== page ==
The best, most meaningful things in life, the ones that touch us the most deeply, and evoke the most within our souls, always tend to be multi-faceted and complex. They are never just one thing, but appear differently to us, when looked at from other perspectives, or when held in a different light. In addition to being beautiful and mysterious, the Divine Liturgy of the Orthodox Church, is also homey and familiar. Not only does it have the power to uplift and transform us into heavenly realms, but it also evokes the best memories and feelings of earthly life.
In many Orthodox churches, and all of the ones I’ve attended, there are no pews in the center of the worship space, since everyone who is able, stands throughout the service. Before the Liturgy begins, as the chanter chants the psalms of the hourly prayer, the people meet together and mill about; it is like a gathering of family, for a holiday, at the home of a loved one. It is an informal and intimate experience as families greet each other, children run to visit one another, perhaps a few folks are lighting candles and oil lamps, others are looking over their music as they stand ready in the choir, some find a quiet space in a corner and pray, or they find solace in the embrace of a beloved friend, or they stand in silence pondering the life of a friend from the past, staring intently at an icon—into the golden face of a departed saint. I have always felt this feeling of festivity awaiting the beginning of the Liturgy; the air has a feeling of excitement and anticipation, and the space itself has a feeling of warmth and comfort. Adding to this feeling of coziness are the assortment of throw rugs adorning the floors, much like the home of that loved one we might visit every Christmas or Thanksgiving. In all of these ways, the church is welcoming us and inviting us home again.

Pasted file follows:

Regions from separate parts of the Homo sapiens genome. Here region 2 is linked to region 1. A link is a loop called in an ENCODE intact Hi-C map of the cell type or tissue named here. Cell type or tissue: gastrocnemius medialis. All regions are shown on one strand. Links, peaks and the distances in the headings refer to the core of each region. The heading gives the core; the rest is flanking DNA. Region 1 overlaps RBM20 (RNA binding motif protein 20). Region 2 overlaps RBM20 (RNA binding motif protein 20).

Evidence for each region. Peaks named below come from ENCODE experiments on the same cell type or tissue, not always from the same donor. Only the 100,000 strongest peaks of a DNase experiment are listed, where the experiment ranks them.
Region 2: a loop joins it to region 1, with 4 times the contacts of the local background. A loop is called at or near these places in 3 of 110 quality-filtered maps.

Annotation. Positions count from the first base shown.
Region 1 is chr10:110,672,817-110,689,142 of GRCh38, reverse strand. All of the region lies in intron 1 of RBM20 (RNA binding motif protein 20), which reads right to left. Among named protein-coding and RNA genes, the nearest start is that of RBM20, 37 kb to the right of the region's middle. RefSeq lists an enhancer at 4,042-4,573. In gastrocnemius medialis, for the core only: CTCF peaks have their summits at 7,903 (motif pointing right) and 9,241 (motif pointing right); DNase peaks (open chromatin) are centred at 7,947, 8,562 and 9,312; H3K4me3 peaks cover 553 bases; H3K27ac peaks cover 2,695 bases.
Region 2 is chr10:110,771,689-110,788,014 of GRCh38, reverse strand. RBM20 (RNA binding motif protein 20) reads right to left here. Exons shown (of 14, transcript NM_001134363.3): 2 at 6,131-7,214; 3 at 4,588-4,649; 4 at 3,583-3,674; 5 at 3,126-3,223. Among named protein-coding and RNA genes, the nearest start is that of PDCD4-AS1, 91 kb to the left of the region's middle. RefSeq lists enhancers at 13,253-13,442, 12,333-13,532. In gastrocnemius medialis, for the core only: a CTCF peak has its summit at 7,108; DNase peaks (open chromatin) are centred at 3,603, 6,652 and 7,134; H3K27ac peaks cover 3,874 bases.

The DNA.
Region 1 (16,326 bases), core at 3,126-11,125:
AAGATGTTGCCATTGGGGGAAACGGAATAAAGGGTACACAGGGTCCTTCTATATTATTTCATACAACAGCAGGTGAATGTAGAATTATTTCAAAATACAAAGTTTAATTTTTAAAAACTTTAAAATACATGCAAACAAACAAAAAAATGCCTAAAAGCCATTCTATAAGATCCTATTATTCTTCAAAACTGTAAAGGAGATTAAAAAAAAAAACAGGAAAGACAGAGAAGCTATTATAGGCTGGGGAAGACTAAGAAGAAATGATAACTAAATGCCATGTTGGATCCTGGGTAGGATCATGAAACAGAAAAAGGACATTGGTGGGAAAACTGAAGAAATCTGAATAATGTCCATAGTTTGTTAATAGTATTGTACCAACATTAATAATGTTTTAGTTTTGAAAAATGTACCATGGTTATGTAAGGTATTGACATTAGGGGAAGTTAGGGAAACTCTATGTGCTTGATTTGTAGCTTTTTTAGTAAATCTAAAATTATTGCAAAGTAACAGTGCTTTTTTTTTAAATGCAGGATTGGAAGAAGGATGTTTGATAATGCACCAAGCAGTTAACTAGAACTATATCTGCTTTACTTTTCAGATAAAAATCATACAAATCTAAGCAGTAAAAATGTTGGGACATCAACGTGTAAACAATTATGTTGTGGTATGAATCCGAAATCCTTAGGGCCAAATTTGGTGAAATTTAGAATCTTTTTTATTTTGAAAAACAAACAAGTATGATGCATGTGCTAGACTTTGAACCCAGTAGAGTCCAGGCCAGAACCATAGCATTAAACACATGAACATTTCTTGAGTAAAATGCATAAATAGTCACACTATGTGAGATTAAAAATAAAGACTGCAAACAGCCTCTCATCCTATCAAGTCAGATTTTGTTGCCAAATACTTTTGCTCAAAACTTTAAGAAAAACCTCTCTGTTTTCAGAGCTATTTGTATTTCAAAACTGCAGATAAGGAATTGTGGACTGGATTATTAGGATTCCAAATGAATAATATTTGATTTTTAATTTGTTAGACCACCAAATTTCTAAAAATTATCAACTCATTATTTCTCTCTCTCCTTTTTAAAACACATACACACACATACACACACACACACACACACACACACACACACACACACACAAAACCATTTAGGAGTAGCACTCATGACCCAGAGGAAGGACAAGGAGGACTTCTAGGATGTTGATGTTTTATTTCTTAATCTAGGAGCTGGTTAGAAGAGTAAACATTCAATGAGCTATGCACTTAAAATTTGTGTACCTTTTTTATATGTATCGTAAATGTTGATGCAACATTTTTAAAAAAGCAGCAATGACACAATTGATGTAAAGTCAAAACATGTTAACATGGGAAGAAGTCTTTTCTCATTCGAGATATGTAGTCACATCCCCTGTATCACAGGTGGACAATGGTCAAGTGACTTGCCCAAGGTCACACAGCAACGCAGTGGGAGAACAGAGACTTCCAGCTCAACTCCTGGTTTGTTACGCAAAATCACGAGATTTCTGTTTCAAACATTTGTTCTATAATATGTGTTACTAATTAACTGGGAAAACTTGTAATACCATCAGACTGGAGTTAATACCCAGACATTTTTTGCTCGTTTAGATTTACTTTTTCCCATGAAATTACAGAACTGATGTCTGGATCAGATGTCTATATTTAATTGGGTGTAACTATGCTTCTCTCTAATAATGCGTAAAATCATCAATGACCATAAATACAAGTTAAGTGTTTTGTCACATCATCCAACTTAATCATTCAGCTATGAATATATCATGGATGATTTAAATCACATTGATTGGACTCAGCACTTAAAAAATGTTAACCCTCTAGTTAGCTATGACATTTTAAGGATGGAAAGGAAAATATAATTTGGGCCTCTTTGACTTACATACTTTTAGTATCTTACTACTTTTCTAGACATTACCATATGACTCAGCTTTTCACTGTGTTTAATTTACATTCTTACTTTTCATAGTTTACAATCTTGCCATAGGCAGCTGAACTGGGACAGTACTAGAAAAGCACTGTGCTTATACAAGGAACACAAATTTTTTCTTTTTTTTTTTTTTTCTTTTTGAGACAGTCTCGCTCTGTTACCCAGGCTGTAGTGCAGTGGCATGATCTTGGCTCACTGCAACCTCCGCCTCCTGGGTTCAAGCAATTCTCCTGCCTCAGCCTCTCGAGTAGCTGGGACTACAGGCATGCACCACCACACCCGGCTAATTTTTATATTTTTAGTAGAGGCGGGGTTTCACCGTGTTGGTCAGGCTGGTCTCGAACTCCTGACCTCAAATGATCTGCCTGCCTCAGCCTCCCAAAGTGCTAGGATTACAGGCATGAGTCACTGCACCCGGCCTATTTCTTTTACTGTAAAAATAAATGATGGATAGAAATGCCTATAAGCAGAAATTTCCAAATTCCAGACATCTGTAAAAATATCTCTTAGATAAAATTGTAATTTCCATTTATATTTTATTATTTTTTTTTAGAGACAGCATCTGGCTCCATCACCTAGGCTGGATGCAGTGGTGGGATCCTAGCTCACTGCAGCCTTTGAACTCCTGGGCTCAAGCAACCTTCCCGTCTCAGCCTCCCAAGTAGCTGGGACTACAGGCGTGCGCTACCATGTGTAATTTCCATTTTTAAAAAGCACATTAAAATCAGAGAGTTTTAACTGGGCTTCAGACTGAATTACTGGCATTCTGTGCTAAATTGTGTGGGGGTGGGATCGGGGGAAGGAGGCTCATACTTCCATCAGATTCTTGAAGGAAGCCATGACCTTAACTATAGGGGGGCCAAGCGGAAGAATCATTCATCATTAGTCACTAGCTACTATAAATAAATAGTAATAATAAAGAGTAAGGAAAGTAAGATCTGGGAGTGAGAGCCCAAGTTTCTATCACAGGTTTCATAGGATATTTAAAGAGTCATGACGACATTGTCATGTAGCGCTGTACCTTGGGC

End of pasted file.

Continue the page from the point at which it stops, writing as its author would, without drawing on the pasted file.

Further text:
I’ve already mentioned the sublimity of the Divine Liturgy, its music, prayers, incense, and so on, yet it also contains innocence and simplicity. Nothing, to my mind, portrays this simplicity and innocence more than when it is time for the priest to share his homily and everyone, young and old, takes their seat on the floor to listen. It reminds me of story time in grade school. All generations, grandchildren, grandparents, all sitting humbly together on the rugs, ready to listen to the story that our father has for us today. There is something so very helpful in allowing our bodies to conform to this attitude of humility and innocence, it stimulates our minds to follow suit, assisting us in acquiring that blessed simplicity that Jesus encourages us to adopt on our journey to the Kingdom of God.
If the gathering of the church—the body of Christ, as the church is defined—could be compared, in a small way, to a gathering of family during the holidays, then the liturgy, which is the primary weekly holiday gathering in the Orthodox Church, is a fulfilling, satisfying and transformative, truly holy day. So very unlike the family gatherings I had come to expect in the houses of worship from my past, here the televisions are turned off, entertaining music isn’t playing in the background for our amusement, and the entire gathering is focused and directed in joyful anticipation towards the thanksgiving meal at the end, of genuine participation in the feast of feasts, our true communion with the body and blood of our Lord.